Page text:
Lewis evokes that visceral reaction in everyone not associated with the Baltimore franchise. Watching the game and all its festivities made me realize once again what an insufferable prick Lewis really is. From the bizarre pre-game interview he gave to Shannon Sharpe, and interview in which he said that he can't be the guy people think (i.e. an accessory to double murder) because God wouldn't allow him to do so much good if he was such a bad guy, to the heavy eye black makeup that passed useful about two exits ago, Lewis is not the embodiment of what the NFL should be pushing forward but a sad, pathetic example of what the NFL has become, a sport that rails against bad actors publicly but rewards them privately.

Lewis is a poser and there are a whole generation of posers just in the NFL that got their start because they saw Mr. Ray act like an asshole while the cameras rolled during the pre-game huddle that essentially featured Lewis chanting incoherently while seemingly whipping himself into a reality-camera induced frenzy. It was always just an act.

But being a poser is hardly an egregious sin these days. In his case, save it for the abject phoniness that is all things Lewis. In his later years he became a self-described man of Christ who seems to have missed a few of the lessons along the way, busy as he was siring six illegitimate children with four different women. Then there was that whole little incident Lewis tries to so blithely shush away involving a double murder. There are plenty of articles around the internets about it so no need to recap it except to note that Lewis eventually plea bargained his involvement down to obstruction of justice, weirdly escaping prison, and then paid hefty private settlements to the families of the two slain men. No one accused Lewis of actually sticking the knife in the two victims with whom he and his posse fought but he was there, his white blood stained suit mysteriously disappeared and there was blood in his limousine. No wonder he settled.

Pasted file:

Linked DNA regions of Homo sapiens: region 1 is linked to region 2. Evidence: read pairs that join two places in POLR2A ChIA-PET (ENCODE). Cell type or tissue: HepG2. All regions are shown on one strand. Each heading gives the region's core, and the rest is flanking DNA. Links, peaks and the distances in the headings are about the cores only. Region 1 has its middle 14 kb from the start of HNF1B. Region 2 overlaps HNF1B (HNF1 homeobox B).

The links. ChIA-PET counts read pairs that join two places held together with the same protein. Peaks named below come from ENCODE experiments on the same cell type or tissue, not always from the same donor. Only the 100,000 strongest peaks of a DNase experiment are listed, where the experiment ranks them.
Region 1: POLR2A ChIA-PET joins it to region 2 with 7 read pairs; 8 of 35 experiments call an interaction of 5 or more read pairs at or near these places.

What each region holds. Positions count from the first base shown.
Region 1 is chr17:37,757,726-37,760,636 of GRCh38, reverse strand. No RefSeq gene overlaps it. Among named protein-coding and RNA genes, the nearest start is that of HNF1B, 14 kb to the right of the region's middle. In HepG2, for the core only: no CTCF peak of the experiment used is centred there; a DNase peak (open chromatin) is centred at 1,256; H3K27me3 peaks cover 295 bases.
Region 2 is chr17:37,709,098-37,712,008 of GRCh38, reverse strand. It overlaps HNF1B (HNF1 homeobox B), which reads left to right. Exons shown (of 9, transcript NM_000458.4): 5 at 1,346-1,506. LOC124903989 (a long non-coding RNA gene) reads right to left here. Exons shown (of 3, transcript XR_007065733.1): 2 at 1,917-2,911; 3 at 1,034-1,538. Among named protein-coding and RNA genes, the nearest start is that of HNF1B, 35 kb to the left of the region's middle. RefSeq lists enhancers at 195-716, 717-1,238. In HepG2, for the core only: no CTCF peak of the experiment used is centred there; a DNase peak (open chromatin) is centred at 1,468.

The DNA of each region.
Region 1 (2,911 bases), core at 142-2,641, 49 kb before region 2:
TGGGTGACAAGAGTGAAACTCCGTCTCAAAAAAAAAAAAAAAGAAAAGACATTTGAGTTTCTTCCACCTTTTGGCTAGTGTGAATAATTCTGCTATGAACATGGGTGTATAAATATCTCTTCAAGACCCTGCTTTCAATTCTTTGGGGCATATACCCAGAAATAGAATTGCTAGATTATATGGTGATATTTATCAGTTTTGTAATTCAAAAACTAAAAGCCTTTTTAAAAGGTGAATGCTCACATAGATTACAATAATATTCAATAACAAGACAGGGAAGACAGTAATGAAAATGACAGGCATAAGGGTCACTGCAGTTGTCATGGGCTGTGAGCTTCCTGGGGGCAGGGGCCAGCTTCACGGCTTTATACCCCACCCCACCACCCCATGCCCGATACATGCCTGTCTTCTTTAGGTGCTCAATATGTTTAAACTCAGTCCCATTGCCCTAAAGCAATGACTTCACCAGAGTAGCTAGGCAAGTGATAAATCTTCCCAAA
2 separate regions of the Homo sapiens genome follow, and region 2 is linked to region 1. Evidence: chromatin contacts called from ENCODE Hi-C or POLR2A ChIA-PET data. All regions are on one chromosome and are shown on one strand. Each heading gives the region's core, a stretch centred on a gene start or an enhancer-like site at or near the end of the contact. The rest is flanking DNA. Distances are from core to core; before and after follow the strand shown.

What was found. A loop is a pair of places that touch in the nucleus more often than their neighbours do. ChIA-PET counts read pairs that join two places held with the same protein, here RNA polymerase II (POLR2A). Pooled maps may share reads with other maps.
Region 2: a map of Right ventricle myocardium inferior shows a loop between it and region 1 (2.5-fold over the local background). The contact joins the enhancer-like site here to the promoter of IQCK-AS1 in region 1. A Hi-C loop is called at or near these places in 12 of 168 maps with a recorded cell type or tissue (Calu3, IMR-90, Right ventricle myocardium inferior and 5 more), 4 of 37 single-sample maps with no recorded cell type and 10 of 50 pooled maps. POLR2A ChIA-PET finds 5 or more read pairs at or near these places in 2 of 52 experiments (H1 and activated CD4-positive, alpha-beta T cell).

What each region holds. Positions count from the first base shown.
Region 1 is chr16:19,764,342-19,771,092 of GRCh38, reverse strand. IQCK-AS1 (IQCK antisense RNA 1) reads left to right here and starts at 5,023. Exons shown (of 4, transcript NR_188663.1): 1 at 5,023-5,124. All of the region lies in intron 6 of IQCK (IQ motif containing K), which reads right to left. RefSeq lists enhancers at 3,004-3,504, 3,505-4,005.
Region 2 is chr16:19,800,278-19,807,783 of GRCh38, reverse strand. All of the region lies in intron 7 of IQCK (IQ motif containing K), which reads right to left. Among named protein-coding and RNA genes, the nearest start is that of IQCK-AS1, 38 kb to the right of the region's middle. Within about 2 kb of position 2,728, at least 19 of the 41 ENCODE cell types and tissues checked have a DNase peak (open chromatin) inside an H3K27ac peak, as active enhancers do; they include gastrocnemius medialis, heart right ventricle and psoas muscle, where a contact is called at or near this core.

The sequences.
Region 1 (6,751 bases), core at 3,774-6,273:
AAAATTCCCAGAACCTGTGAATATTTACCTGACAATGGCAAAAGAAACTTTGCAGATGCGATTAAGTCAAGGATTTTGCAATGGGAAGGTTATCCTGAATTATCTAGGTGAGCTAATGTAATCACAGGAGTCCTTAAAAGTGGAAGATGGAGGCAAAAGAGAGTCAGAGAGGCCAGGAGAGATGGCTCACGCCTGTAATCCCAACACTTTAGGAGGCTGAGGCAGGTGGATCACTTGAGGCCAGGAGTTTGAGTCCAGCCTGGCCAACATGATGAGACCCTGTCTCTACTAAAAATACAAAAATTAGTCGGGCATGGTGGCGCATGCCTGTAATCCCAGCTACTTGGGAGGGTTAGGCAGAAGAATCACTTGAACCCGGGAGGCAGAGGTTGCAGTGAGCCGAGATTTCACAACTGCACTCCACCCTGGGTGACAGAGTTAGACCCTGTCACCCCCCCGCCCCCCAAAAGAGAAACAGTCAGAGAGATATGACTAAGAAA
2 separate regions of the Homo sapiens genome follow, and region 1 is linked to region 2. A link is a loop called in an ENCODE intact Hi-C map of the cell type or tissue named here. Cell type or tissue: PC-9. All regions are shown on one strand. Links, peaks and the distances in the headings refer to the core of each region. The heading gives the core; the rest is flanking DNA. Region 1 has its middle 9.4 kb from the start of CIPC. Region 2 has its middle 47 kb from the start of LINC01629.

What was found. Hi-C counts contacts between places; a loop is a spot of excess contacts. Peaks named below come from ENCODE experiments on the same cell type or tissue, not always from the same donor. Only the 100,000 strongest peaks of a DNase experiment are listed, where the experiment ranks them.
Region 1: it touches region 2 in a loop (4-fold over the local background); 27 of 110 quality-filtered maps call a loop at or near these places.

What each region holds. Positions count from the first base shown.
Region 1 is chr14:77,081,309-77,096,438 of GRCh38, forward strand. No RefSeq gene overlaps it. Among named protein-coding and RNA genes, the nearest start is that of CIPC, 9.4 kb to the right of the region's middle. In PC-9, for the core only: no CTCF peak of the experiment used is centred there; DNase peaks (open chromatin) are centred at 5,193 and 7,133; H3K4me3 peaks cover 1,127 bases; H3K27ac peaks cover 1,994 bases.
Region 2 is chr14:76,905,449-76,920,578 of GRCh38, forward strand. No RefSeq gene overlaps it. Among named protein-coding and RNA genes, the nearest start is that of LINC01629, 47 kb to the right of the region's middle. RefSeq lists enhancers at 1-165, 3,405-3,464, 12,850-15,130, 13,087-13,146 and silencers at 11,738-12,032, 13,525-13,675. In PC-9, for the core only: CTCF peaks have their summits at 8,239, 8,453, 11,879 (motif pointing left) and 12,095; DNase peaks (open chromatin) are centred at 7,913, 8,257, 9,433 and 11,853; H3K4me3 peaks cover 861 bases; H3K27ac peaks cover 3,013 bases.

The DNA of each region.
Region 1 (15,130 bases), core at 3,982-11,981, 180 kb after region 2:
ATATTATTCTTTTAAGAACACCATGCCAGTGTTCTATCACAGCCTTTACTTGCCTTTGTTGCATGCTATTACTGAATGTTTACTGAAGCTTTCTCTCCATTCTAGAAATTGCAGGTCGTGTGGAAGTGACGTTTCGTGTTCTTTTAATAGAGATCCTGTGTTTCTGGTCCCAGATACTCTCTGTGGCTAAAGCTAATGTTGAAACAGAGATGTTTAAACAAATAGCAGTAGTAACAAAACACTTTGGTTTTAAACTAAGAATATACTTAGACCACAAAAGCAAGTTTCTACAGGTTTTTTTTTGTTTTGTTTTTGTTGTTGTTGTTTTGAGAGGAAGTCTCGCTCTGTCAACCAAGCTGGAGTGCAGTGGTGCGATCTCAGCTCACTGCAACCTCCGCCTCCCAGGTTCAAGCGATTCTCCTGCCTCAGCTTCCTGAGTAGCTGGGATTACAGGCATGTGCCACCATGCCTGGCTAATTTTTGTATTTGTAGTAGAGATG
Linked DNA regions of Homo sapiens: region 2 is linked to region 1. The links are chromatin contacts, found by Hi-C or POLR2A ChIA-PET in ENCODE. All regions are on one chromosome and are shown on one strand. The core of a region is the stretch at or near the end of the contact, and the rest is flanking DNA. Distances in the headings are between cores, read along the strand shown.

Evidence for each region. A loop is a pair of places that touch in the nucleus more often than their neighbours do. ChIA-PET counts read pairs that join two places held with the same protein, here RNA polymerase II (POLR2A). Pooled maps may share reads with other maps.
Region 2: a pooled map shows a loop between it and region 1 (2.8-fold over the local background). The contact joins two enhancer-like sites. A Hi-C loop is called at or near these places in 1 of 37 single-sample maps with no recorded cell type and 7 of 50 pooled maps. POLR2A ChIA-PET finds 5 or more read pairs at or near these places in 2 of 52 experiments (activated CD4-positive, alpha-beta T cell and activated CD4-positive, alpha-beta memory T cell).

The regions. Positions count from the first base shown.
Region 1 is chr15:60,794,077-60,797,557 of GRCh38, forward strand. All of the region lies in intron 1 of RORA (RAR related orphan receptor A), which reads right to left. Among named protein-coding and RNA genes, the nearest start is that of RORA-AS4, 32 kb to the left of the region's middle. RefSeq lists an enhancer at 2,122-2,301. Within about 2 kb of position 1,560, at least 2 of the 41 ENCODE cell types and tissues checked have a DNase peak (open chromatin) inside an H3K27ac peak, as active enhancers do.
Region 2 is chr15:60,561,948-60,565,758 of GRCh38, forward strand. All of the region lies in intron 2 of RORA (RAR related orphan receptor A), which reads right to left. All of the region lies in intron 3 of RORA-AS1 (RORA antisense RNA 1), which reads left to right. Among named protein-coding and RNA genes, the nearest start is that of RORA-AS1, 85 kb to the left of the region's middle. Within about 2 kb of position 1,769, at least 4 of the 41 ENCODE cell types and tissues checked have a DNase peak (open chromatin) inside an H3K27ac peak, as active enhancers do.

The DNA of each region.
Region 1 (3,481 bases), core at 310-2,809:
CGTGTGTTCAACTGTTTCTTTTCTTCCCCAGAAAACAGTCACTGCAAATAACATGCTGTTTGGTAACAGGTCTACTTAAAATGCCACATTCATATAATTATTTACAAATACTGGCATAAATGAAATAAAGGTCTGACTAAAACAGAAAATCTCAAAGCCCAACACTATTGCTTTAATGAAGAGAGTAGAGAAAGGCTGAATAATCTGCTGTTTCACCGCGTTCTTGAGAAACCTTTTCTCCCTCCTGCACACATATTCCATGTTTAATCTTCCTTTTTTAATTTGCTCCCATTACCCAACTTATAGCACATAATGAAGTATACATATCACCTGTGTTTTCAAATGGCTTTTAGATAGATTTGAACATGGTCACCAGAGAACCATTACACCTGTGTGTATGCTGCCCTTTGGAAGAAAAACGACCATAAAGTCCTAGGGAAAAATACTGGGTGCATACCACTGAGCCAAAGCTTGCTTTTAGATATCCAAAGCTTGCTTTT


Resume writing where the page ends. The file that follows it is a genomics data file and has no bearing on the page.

Lewis is likely a Hall of Famer, probably first ballot. He certainly has an impressive playing resume from his early days and he’s been living off that for at least the last 5 years, probably longer. But he probably did enough in his first 10 years to warrant his enshrinement mainly because when it comes to getting elected to the Hall of Fame it’s one thing to be involved in double murder and obstruction of justice aren't nearly the barriers to entry as moving a franchise has proven to be.